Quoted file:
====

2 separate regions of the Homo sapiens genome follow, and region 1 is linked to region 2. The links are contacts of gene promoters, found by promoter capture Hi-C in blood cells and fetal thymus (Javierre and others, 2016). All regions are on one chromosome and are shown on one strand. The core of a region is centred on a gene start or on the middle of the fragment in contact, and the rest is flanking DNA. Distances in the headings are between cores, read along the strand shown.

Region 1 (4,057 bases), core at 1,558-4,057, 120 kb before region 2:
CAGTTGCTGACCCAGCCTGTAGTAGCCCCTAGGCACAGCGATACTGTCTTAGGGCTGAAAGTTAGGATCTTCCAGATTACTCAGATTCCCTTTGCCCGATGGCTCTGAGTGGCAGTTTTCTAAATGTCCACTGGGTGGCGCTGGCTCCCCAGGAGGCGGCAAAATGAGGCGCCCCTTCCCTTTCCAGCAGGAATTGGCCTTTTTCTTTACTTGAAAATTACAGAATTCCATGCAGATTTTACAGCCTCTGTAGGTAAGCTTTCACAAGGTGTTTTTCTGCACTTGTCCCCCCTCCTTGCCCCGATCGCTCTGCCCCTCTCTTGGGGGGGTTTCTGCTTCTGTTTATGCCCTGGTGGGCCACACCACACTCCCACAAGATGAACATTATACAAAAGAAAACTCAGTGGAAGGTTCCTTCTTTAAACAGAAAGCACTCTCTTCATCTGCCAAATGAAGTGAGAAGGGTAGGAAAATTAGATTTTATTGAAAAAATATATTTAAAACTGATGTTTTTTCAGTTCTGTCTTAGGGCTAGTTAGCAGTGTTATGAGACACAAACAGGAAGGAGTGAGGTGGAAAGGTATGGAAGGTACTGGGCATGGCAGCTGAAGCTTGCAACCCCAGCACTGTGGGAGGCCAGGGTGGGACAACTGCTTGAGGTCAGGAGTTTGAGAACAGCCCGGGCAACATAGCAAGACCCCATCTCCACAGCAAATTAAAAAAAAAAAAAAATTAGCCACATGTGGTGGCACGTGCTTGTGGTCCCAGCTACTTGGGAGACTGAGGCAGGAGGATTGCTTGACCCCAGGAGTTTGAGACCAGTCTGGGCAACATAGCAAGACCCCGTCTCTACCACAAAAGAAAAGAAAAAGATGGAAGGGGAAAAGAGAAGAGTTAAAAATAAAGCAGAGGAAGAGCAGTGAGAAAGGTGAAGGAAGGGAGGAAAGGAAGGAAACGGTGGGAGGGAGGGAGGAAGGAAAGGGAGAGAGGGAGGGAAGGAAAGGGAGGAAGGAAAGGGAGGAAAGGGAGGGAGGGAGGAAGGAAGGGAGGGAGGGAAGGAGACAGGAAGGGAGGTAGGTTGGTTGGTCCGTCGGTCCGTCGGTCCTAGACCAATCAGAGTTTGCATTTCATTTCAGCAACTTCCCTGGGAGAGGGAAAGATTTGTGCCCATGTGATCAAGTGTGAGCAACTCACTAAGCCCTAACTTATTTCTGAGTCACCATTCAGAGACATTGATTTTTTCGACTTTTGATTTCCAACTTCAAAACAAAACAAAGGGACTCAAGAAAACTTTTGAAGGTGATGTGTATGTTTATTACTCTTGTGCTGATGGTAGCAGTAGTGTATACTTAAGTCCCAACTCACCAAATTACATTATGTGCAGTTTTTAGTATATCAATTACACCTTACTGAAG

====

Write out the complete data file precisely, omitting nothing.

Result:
2 separate regions of the Homo sapiens genome follow, and region 1 is linked to region 2. The links are contacts of gene promoters, found by promoter capture Hi-C in blood cells and fetal thymus (Javierre and others, 2016). All regions are on one chromosome and are shown on one strand. The core of a region is centred on a gene start or on the middle of the fragment in contact, and the rest is flanking DNA. Distances in the headings are between cores, read along the strand shown.

Region 1 (4,057 bases), core at 1,558-4,057, 120 kb before region 2:
CAGTTGCTGACCCAGCCTGTAGTAGCCCCTAGGCACAGCGATACTGTCTTAGGGCTGAAAGTTAGGATCTTCCAGATTACTCAGATTCCCTTTGCCCGATGGCTCTGAGTGGCAGTTTTCTAAATGTCCACTGGGTGGCGCTGGCTCCCCAGGAGGCGGCAAAATGAGGCGCCCCTTCCCTTTCCAGCAGGAATTGGCCTTTTTCTTTACTTGAAAATTACAGAATTCCATGCAGATTTTACAGCCTCTGTAGGTAAGCTTTCACAAGGTGTTTTTCTGCACTTGTCCCCCCTCCTTGCCCCGATCGCTCTGCCCCTCTCTTGGGGGGGTTTCTGCTTCTGTTTATGCCCTGGTGGGCCACACCACACTCCCACAAGATGAACATTATACAAAAGAAAACTCAGTGGAAGGTTCCTTCTTTAAACAGAAAGCACTCTCTTCATCTGCCAAATGAAGTGAGAAGGGTAGGAAAATTAGATTTTATTGAAAAAATATATTTAAAACTGATGTTTTTTCAGTTCTGTCTTAGGGCTAGTTAGCAGTGTTATGAGACACAAACAGGAAGGAGTGAGGTGGAAAGGTATGGAAGGTACTGGGCATGGCAGCTGAAGCTTGCAACCCCAGCACTGTGGGAGGCCAGGGTGGGACAACTGCTTGAGGTCAGGAGTTTGAGAACAGCCCGGGCAACATAGCAAGACCCCATCTCCACAGCAAATTAAAAAAAAAAAAAAATTAGCCACATGTGGTGGCACGTGCTTGTGGTCCCAGCTACTTGGGAGACTGAGGCAGGAGGATTGCTTGACCCCAGGAGTTTGAGACCAGTCTGGGCAACATAGCAAGACCCCGTCTCTACCACAAAAGAAAAGAAAAAGATGGAAGGGGAAAAGAGAAGAGTTAAAAATAAAGCAGAGGAAGAGCAGTGAGAAAGGTGAAGGAAGGGAGGAAAGGAAGGAAACGGTGGGAGGGAGGGAGGAAGGAAAGGGAGAGAGGGAGGGAAGGAAAGGGAGGAAGGAAAGGGAGGAAAGGGAGGGAGGGAGGAAGGAAGGGAGGGAGGGAAGGAGACAGGAAGGGAGGTAGGTTGGTTGGTCCGTCGGTCCGTCGGTCCTAGACCAATCAGAGTTTGCATTTCATTTCAGCAACTTCCCTGGGAGAGGGAAAGATTTGTGCCCATGTGATCAAGTGTGAGCAACTCACTAAGCCCTAACTTATTTCTGAGTCACCATTCAGAGACATTGATTTTTTCGACTTTTGATTTCCAACTTCAAAACAAAACAAAGGGACTCAAGAAAACTTTTGAAGGTGATGTGTATGTTTATTACTCTTGTGCTGATGGTAGCAGTAGTGTATACTTAAGTCCCAACTCACCAAATTACATTATGTGCAGTTTTTAGTATATCAATTACACCTTACTGAAG